The row over the siting of Britain's Pounds 200 million X-ray source for researchers deepened this week with unions at Daresbury saying they "strongly suspect" the Wellcome Trust of vetoing the original choice of their Warrington-based laboratory.
The choice is between Daresbury, where the current X-ray source was established 20 years ago, and the Rutherford Appleton Laboratory in Oxford.
Until early this year the policy of the Central Laboratory for the Research Councils, which runs both laboratories, was for the source to be located at the Daresbury site.
The government is expected to announce its decision in the next few weeks. Unions have warned that Daresbury will close down if the source goes to Rutherford.
The unions are accusing the charity Wellcome of "throwing its weight around" on the back of its Pounds 110 million grant to the project and Pounds 300 million towards the joint infrastructure fund for university laboratories.
They believe the trust has an "unhealthy level of political influence" as a result of its donations and suspect it of pushing for the source to be located within the "Oxford-Cambridge-London golden triangle".
The trust has consistently maintained that it is for the government to decide the location of the source and will comment only after its decision.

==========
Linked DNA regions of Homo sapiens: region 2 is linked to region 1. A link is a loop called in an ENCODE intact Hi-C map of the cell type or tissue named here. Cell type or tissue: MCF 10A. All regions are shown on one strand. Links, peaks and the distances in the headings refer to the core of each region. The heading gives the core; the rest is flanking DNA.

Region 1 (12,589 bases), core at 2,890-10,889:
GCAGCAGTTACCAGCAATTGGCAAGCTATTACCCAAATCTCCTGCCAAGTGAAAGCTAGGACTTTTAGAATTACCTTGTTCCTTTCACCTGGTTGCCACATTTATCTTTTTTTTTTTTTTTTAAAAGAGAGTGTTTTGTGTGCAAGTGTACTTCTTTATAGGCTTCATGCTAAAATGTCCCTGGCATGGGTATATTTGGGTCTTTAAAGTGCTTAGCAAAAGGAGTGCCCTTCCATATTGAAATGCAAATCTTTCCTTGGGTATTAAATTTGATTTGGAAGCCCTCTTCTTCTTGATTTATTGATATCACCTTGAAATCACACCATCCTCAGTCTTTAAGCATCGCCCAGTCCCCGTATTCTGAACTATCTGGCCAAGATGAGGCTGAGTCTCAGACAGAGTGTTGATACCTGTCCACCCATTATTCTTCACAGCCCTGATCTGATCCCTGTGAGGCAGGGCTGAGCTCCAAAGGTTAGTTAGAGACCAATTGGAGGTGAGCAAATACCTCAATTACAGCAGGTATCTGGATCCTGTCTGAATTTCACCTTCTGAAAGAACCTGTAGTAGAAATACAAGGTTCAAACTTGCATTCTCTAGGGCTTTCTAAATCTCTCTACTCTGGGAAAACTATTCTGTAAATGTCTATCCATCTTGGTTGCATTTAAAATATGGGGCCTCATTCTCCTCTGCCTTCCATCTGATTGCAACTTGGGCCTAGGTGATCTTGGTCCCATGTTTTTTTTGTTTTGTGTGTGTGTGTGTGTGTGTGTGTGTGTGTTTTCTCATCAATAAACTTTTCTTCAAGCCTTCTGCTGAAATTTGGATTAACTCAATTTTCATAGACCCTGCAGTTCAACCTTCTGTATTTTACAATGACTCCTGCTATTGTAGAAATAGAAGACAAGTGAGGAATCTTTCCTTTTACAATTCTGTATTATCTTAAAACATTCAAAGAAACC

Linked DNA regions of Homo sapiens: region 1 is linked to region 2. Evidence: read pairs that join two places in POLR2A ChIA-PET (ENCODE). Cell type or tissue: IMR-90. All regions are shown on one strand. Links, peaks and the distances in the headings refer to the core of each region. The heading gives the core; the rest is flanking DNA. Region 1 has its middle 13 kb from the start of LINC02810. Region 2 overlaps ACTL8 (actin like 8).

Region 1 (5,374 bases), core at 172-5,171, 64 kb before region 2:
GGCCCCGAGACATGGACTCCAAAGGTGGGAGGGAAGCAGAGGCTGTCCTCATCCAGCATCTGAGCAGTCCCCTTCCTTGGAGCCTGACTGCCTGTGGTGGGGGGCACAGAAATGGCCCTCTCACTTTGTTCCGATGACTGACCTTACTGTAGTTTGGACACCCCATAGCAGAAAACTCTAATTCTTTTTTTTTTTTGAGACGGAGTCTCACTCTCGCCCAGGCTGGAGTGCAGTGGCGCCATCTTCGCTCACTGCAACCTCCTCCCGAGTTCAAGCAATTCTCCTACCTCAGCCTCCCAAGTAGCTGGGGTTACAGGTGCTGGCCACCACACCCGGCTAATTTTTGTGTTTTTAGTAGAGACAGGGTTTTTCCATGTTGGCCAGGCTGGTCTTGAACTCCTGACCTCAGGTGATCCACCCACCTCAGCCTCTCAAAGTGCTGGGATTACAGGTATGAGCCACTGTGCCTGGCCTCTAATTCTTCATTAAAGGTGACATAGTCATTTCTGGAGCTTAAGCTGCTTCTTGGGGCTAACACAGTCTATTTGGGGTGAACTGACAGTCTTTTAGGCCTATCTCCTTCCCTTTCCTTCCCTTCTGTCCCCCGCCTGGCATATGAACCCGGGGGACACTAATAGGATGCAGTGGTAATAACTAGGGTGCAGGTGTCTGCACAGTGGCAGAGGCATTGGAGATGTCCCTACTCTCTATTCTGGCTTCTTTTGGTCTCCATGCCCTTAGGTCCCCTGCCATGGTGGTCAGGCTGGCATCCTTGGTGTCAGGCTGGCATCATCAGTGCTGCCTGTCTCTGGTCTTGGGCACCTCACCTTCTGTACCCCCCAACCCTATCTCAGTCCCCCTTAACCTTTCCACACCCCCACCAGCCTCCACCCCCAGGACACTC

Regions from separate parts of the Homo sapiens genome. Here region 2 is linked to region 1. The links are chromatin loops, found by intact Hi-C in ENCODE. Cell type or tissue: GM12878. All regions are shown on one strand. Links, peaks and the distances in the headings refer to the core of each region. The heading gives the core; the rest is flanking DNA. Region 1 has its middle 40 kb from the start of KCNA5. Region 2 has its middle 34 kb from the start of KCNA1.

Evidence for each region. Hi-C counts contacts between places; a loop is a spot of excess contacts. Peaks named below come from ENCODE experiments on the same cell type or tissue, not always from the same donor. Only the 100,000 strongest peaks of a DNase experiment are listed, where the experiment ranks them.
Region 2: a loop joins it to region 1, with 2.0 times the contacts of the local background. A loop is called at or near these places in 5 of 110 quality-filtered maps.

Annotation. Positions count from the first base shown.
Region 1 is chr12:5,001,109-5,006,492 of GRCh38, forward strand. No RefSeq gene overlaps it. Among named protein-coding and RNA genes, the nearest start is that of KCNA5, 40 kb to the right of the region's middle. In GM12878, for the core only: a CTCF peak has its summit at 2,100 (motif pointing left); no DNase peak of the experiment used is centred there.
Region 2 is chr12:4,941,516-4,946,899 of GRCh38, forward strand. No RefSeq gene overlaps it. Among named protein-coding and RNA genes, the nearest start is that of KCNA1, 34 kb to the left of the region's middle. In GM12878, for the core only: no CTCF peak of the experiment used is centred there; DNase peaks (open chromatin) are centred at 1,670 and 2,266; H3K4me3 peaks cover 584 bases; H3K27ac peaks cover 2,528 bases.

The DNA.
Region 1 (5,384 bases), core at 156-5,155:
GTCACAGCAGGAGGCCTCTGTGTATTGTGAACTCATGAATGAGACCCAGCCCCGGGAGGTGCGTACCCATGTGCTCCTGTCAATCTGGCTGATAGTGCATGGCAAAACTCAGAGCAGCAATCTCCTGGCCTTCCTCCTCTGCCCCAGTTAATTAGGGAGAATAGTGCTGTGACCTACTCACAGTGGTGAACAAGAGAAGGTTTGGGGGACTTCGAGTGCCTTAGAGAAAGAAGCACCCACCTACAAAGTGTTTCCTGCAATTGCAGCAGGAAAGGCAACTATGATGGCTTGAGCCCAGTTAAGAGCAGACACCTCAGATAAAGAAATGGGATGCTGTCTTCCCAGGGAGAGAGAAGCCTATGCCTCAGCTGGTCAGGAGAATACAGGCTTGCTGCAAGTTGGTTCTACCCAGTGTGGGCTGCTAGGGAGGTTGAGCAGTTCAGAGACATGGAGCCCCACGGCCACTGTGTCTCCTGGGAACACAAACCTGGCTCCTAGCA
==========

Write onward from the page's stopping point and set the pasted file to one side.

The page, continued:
A spokeswoman said: "The trust has put forward its scientific requirements and is now awaiting definitive proposals from government."
But unions at Daresbury said: "Science minister Lord Sainsbury and trade and industry secretary Stephen Byers have had to acknowledge the strength of Daresbury's case and freely admit that the views of the Wellcome Trust remain an important issue."
The unions were told recently by the government that the trust's Pounds 110 million will not be available towards the Pounds 200 million capital cost, as had been assumed, but will instead be for use over the course of the source's 15 to 20-year lifetime.
A union spokesman said: "The trust has moved the goalposts and this should reduce its influence proportionately. The whole affair and its role in it leads to big questions about how decisions are made in the wider public interest in an era of such public-private partnership."
The trust said its Pounds 110 million will be used for capital and recurrent costs and the exact details are still the subject of negotiations.